Does anyone in the industry love their job?

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Jun 1, 2010 2:24 pm

A lot of days I spend really hating almost everything that has to do with my current situation career/firm/industry,business model, etc. It certainly has detoriated since October 2006, not in money made by me personally but in attitude and pure self fulfillment.  Sometimes I think that I am a hard working, lucky individual to have made it through the "Great Repression" however sometimes I wish I would have failed since for the majority of the time since I have not been enjoying myself....

Seriously though, spare me the comments about my self deprication and let me know who and how in this industry you have been finding joy in your career?

Jun 1, 2010 2:34 pm

Your job is a means of earning money. And while it is certainly better to feel that one is doing some kind of greater good, it doesn't bring happiness in any real sense. Happiness comes from within. It is a choice you make. If you are waiting for your emotions to change in order to be happy, you are putting the cart in front of the horse. Life's purpose has nothing to do with earning money or accumulating wealth. If you are earning a good living, be greatful. Then pursue spiritual growth on your own terms in your own timeframe.

Jun 1, 2010 2:35 pm

That sucks.  The only thing that has kept me going through some rough patches is the fact that I LOVE this business.  I know most of my colleagues feel the same way.  I never would have stayed in this business if I didn't love it.  Why do you stay in it if you hate it so bad?  And what is it that you hate (I know, you said "everything", but seriously).? 

Did you think you would love it before you started, or was it more of an independance/income thing?  See, I have always loved investments, personal finance, etc.  Always knew I wanted to do it.  Not that my "love" of it or the amount of time spent studying it made me "better" than anyone else, but it kept me going while my income was a pittance and the market was falling apart.

Jun 1, 2010 5:31 pm

No. I hate my job.

My boss is a d**k, my hours are horrible, I have a 30-minute lunch, only 1.5 weeks of vacation, and I'm compensated the same as my peers regardless of how hard I work.

Jun 1, 2010 6:20 pm

Things have just changed. I always was a huge finance buff, but as time has gone on - I have learned to resent the current occupation.

I think it is the 3 headed monster of having a performance chart, having 368 households, and having the job of coming in everyday to gather new clients or assets.

I constantly feel like these 3 tug at me on a regular basis and I am worn out. I guess I was reaching out to see what others thought or if they have been through some interesting times in the field and found ways to get through the tough times. B24- you really can't love everything about the job can you?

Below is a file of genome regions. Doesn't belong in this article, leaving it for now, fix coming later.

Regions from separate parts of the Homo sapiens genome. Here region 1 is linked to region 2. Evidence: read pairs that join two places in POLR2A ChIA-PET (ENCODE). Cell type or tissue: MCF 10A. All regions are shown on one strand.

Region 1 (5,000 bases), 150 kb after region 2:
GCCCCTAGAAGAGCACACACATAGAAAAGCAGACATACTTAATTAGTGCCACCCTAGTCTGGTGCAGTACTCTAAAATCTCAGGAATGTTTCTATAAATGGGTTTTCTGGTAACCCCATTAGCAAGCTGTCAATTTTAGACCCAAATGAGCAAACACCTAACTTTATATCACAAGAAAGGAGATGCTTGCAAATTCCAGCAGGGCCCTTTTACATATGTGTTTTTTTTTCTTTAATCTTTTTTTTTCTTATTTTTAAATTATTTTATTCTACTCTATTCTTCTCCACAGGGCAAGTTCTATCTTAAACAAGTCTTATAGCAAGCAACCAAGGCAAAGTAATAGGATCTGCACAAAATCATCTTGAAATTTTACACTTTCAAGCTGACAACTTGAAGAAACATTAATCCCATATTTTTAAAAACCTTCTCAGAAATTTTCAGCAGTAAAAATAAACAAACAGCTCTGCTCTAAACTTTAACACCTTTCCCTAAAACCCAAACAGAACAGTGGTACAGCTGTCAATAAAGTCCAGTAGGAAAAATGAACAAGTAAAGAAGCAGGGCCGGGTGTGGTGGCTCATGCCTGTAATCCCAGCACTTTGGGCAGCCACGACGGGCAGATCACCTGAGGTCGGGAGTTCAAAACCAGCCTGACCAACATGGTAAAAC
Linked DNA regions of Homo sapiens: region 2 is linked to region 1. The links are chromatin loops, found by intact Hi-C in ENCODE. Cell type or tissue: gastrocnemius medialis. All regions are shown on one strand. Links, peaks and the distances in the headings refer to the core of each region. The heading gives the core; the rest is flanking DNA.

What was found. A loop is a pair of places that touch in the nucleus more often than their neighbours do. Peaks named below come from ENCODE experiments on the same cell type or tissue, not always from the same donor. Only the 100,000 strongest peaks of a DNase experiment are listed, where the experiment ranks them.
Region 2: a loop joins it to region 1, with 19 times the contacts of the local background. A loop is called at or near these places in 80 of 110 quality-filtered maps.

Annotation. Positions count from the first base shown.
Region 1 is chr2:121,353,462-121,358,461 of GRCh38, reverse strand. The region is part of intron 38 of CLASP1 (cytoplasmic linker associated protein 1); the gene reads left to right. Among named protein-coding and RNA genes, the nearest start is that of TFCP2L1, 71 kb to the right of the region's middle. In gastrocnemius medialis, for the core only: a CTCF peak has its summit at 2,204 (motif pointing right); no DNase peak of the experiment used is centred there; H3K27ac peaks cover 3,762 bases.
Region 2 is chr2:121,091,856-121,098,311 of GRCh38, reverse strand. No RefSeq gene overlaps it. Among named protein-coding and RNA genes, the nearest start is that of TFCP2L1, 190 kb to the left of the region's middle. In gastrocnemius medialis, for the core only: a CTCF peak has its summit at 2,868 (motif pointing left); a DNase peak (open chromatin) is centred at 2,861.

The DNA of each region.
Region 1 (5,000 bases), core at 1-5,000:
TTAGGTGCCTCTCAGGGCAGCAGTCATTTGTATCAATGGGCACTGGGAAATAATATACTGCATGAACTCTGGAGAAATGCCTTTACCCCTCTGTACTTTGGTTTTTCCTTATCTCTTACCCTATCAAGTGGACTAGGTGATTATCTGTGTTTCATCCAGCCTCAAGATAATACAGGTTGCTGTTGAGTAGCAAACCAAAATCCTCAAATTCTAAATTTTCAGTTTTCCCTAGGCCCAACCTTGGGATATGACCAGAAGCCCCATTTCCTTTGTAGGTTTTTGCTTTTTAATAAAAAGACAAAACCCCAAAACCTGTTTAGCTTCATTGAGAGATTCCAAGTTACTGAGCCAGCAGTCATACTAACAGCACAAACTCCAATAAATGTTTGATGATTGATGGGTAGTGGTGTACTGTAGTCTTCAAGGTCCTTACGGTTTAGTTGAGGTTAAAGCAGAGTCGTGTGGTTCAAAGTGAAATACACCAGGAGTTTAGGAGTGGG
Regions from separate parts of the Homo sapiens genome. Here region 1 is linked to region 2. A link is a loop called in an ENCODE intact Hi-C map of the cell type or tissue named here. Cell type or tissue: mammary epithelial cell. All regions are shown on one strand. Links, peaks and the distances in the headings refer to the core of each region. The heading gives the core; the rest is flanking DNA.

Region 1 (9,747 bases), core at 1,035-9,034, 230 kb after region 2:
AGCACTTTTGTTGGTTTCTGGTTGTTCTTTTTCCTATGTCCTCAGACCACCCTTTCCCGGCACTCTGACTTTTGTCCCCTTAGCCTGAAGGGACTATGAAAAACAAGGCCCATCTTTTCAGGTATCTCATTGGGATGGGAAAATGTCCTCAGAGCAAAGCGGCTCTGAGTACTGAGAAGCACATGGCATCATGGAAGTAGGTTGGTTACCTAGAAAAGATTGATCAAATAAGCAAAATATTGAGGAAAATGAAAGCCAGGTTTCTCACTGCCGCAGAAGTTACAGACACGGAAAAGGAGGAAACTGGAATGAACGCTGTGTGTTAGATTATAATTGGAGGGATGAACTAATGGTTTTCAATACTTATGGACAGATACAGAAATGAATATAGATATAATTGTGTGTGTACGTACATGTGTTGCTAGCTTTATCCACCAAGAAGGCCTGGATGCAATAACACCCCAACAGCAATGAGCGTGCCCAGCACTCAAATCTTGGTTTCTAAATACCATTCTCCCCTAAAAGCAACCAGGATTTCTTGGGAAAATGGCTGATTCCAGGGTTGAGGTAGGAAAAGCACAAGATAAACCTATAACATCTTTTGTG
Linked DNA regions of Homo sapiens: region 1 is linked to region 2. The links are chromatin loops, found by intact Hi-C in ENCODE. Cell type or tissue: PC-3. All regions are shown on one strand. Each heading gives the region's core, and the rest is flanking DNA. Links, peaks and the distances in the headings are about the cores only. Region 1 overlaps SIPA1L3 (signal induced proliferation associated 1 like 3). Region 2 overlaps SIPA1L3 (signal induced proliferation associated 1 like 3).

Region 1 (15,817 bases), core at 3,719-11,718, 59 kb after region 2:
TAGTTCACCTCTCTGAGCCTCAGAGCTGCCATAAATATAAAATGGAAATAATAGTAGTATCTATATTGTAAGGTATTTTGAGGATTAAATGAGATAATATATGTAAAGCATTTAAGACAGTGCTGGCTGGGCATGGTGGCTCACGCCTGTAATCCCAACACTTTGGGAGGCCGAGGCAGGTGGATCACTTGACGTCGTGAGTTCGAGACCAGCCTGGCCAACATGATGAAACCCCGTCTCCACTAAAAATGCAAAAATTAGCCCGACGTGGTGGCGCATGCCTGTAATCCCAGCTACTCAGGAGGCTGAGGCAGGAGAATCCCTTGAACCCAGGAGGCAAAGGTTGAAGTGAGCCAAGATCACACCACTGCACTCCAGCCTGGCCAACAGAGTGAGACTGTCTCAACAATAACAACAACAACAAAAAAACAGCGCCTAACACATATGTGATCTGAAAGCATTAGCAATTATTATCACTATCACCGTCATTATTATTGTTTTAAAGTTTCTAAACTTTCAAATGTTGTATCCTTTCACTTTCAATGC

Navet- good post

Jun 1, 2010 6:54 pm

Look on careerbuilder.com and look at your options

Jun 1, 2010 7:06 pm

If you hate it, find another place to do it!  Seriously, this is too good a gig to just throw it in if you are truly working it.  Find another place...seriously!

Jun 1, 2010 7:20 pm

[quote=navet]

Your job is a means of earning money. And while it is certainly better to feel that one is doing some kind of greater good, it doesn't bring happiness in any real sense. Happiness comes from within. It is a choice you make. If you are waiting for your emotions to change in order to be happy, you are putting the cart in front of the horse. Life's purpose has nothing to do with earning money or accumulating wealth. If you are earning a good living, be greatful. Then pursue spiritual growth on your own terms in your own timeframe.

[/quote]

Well said, Navet.

Jun 1, 2010 7:48 pm

1. I love the markets

2. i love when clients tell me to do what i think is right because i have always done right by them and they trust me

3. i love owning my own business

4. i love making my own hours

5. I love having how much i make dependent on how hard i am willing to work

Anyone who doesnt love this business should find something else to do. Its too hard to do if you dont like it and you will never make a really good living over a long period of time if you don't enjoy it.

Jun 1, 2010 8:10 pm

It's still true that once you are established, Bob's list is applies.

And, I enjoy doing some kind of greater good.

Life will probably become more miserable for hacks who are just making it:

http://www.investmentnews.com/article/20100530/REG/305309967

Jun 2, 2010 10:08 am

[quote=RealWorld]

Things have just changed. I always was a huge finance buff, but as time has gone on - I have learned to resent the current occupation.

I think it is the 3 headed monster of having a performance chart, having 368 households, and having the job of coming in everyday to gather new clients or assets.

I constantly feel like these 3 tug at me on a regular basis and I am worn out. I guess I was reaching out to see what others thought or if they have been through some interesting times in the field and found ways to get through the tough times. B24- you really can't love everything about the job can you?

Navet- good post

[/quote]

RW,

You are right, I don't love EVERYTHING about it.  I don't love prospecting (or even like it), but it is sort of the thrill of the chase.  I know that prospecting is the hardest part about the job, and that eventually, once I am at critical mass, I can refine my prospecting and not be so "needy".  And along with being new-ish is that lack of adequate income (compared to my previous career).  But honestly, I love virtually everything else.  And if you knew the type of stress and hours involved with my previous career, you would understand why.  It is so much nicer to be in control of so much of my job.  I can constantly refine my process, redefine my work.  In other careers, 95% of your job is dictated to you (even in leadership roles).